And that was why the policeman came. What was the matter? He had gone without permission, and by bicycle too. Where is the bicycle? Stasiek, browbeaten and driven to the wall, had to reveal his treasure, stowed away behind the wood-pile in the yard. It was no good trying to get out of it by saying it was not his, but that he had borrowed it from a comrade, who had got it from a German because he needed it to go to work. The bicycle was confiscated. In addition to that, for moving without a pass and returning after 10 p.m., there was a fine, as stated in an official letter. Stasiek had tears in his eyes, as he stood like a nervous examinee, twisting his cap in his hands. There was no appeal. Now gee-up! Back to work with you, and if there is anything like this again, you will see that we can deal with you Polish band of robbers. Order, you must be taught! In Poland you didn't know what order was!
        To whom could he complain? Before whom could he lament? That Frenchman, though he was a prisoner-of-war, would not understand, and anyway he was not a countryman, only a stranger. So he would talk with Wanda about it for the whole of the remainder of the day, telling the story over and over, and saying why had he chosen just that Sunday to go, and not the one before, when perhaps no-one would have noticed; a real misfortune it was for the wretched Poles in this country that it was not like it was at home, although it was difficult enough to live with one's father, when one came, to think of it. Sometimes his quiet grief would be interrupted by a sudden onfall of rage: "Wait, you bloody dogs! You don't know yet whether all this wrong and that damned `P' won't recoil on your own heads. And then we won't fix a `D' on your clothes. No, we'll brand it with a hot iron on your foreheads. We'll teach you to remember."
        I observed them diligently and attentively, both Wanda and Stasiek, all day long, and then for weeks, and afterwards for months. As I understood every word they said, they began, after only a short time, to be transparent to me, and I came to know them inside out.
        Wanda, a thoroughly good girl, was quite unable to keep her tongue within bounds. It was moved by the absolute necessity she felt of chattering to anyone about anything. As a result, she certainly learnt German more quickly, though she spoke it ungrammatically and did not always understand what was said to her. The main thing was that she could talk. She could not quite control the tone of her voice. She always spoke too loud. Irrespective of the fact that others were speaking, or of what they were saying, she used to interrupt the conversation of the Germans, particularly at table, with some irrelevant remark, which gave Schnabel occasion to say that the Poles were badly brought up. Wanda did not take this seriously, and committed the same fault again next time she opened her mouth. It couldn't be helped. It was her nature. And there was the same trouble when she laughed, as she did too loudly and too long. The stiff, stern and Puritanical Germans were very obviously irritated by these outbursts of dynamic feminine vitality. Their whole standard of conduct required the repression of natural reactions. They wore a stiff and rather tight-fitting mask of conventional behaviour, and adhered to it strictly, as though they were ashamed of possessing such things as human feelings. When a mother and son were parting before he left for the front - as I later observed in several cases - they confined their farewell greeting to a quick and awkward hand-clasp, though this did not at all mean that they had no feelings. It was just that it was not "the thing" to fall in one another's arms, to weep, or to give way to tender emotion. Among the peasants children were merely one more normal product reared on the farm. Instead of hiring a worker, one made one for oneself in one's own circle. After fifteen years, more or less, and sometimes sooner, he was already good for work, and therefore valuable. The death of a son was a misfortune for the farm, like the loss of a horse or a cow. No less serious, but very little more.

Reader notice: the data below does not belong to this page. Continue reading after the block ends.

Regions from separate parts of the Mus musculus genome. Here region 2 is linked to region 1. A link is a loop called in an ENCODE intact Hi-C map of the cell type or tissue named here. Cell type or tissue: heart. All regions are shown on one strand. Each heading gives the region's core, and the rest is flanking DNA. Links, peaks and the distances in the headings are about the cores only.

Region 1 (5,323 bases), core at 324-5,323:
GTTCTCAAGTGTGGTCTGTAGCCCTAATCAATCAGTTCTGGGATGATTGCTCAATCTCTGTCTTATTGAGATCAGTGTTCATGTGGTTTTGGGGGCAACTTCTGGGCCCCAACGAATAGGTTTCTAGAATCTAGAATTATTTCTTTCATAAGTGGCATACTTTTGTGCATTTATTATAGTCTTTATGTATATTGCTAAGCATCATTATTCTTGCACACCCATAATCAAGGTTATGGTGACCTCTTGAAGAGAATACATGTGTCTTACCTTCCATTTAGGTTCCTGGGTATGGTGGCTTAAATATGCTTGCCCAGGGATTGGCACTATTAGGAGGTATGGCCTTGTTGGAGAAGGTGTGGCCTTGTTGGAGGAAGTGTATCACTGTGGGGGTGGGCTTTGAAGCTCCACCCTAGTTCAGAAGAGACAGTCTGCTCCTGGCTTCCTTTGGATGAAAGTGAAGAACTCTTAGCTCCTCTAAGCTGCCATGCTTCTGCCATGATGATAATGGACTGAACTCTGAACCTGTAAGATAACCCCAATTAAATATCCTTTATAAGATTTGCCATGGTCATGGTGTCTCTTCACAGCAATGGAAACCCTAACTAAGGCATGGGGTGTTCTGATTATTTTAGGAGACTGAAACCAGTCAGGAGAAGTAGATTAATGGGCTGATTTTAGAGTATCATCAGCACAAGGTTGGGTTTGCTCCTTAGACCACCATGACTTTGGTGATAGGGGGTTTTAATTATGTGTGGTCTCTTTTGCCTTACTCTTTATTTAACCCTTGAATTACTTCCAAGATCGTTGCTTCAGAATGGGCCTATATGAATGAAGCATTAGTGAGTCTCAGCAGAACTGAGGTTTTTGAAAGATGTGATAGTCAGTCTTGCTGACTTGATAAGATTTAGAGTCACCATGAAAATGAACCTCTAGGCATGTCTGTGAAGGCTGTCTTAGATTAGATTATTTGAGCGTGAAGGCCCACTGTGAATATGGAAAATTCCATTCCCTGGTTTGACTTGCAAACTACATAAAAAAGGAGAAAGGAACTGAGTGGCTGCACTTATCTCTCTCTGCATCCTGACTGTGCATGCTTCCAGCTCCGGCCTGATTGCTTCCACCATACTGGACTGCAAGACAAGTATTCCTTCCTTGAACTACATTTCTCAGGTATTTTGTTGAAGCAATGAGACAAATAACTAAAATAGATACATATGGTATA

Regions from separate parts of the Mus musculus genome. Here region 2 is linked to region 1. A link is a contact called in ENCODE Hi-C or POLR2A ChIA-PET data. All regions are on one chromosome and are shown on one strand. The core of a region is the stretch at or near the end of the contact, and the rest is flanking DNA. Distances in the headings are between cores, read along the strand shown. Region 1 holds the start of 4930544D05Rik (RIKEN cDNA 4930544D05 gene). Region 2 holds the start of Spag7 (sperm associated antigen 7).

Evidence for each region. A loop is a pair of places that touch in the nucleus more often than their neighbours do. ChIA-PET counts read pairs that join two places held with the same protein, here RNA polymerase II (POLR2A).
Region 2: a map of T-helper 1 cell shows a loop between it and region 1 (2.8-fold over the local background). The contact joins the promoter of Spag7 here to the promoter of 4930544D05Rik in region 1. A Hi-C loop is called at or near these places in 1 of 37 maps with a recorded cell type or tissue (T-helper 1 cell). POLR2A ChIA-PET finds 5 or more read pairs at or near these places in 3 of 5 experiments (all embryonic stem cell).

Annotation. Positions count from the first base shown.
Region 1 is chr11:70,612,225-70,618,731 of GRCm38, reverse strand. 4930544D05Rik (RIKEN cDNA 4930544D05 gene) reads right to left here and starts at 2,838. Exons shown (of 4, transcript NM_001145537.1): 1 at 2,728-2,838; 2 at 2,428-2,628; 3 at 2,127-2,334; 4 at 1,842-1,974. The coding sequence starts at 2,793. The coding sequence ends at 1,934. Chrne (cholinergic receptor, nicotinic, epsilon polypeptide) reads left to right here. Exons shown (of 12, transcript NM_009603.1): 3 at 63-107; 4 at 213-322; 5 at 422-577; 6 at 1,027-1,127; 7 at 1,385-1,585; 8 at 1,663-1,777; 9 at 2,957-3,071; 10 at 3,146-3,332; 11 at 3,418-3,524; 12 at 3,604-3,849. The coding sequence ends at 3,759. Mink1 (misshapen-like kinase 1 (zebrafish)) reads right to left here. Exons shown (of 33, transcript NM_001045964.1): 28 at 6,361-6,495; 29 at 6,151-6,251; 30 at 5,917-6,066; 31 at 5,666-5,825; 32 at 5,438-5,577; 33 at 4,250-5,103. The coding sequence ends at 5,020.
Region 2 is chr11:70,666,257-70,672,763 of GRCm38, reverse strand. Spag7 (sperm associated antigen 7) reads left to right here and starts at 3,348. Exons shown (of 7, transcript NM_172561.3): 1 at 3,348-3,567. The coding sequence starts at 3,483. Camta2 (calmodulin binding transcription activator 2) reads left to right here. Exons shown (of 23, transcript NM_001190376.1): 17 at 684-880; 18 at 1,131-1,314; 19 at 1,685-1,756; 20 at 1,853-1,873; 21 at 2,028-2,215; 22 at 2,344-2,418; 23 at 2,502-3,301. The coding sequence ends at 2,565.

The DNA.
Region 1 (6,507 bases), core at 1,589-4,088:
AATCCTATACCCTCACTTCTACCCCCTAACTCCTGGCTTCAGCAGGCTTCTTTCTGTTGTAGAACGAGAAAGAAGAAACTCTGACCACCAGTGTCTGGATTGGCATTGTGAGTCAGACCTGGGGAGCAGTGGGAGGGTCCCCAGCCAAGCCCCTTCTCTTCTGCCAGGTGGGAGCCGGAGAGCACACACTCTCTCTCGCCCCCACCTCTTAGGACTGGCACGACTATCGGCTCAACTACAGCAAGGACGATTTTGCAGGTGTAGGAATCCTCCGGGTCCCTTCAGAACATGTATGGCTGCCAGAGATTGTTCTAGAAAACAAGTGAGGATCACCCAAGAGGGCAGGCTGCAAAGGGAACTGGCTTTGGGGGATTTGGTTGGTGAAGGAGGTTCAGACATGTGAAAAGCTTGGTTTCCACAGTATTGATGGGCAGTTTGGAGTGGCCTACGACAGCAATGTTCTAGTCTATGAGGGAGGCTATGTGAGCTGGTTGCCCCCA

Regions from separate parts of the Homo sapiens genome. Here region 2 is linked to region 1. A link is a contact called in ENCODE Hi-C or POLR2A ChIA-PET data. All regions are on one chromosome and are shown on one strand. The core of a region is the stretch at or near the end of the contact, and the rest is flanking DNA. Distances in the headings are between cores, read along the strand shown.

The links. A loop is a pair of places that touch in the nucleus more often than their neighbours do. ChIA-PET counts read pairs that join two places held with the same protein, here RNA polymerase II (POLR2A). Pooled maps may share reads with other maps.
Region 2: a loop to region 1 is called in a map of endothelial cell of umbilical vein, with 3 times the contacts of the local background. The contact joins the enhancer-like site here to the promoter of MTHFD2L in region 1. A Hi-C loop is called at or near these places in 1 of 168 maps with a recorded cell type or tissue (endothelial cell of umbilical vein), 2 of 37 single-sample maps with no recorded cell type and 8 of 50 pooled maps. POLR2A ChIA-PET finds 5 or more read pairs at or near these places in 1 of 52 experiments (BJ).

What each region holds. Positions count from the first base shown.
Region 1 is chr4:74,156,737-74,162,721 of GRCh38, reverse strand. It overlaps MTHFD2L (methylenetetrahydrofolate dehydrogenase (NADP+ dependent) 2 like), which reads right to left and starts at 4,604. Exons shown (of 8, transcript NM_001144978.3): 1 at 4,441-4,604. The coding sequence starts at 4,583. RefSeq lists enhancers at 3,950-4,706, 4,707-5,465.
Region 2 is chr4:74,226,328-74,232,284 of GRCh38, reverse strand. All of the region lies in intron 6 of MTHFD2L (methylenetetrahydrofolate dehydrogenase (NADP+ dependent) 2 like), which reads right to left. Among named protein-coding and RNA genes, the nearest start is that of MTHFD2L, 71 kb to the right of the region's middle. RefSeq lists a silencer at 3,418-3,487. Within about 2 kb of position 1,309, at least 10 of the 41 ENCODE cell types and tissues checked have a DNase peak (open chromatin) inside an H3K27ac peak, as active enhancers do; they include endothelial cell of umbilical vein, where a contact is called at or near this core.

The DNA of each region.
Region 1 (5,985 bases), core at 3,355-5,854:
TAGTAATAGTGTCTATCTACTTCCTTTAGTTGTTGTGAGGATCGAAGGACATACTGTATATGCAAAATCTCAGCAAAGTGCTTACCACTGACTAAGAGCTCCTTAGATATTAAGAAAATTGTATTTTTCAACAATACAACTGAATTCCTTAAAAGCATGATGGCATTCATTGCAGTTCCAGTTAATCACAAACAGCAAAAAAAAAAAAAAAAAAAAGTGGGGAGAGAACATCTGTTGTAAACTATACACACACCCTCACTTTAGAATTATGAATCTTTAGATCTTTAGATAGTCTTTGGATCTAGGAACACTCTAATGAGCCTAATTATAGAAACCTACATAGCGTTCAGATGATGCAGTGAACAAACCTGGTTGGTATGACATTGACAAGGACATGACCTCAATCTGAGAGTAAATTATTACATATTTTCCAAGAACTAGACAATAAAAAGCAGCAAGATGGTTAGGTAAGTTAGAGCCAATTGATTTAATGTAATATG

Wanda's emotional potential, on the other hand, manifested all the time without restraint or limitation, appeared, against this background, both exotic and embarrassing. Her frank reaction to every letter, nay, to every talk about her home, which ended in tears, produced in the Germans a kind of disgust. Equally, there was no measure or restraint in her outbursts of merriment, when anything occurred to give her cause for merriment. They looked at her then with greater sympathy, slightly amused, but not too much, and laughing gently at the childishness and simplicity of her demeanour. Wanda had neither time nor desire to accommodate her life to the subtlety of their critical approach. She noticed it only when the master or mistress let themselves go and turned to account the advantage which the situation gave them. Then a regular scene began. She gave them as much as she got, both in shouting and in calling names. But unfortunately the victory was always decided in advance. Then she would retire, feeling vexed and injured, and remained inconsolable for several days. She would make great plans with Stasiek, even for running away; but usually the spasm of indignation passed without serious result.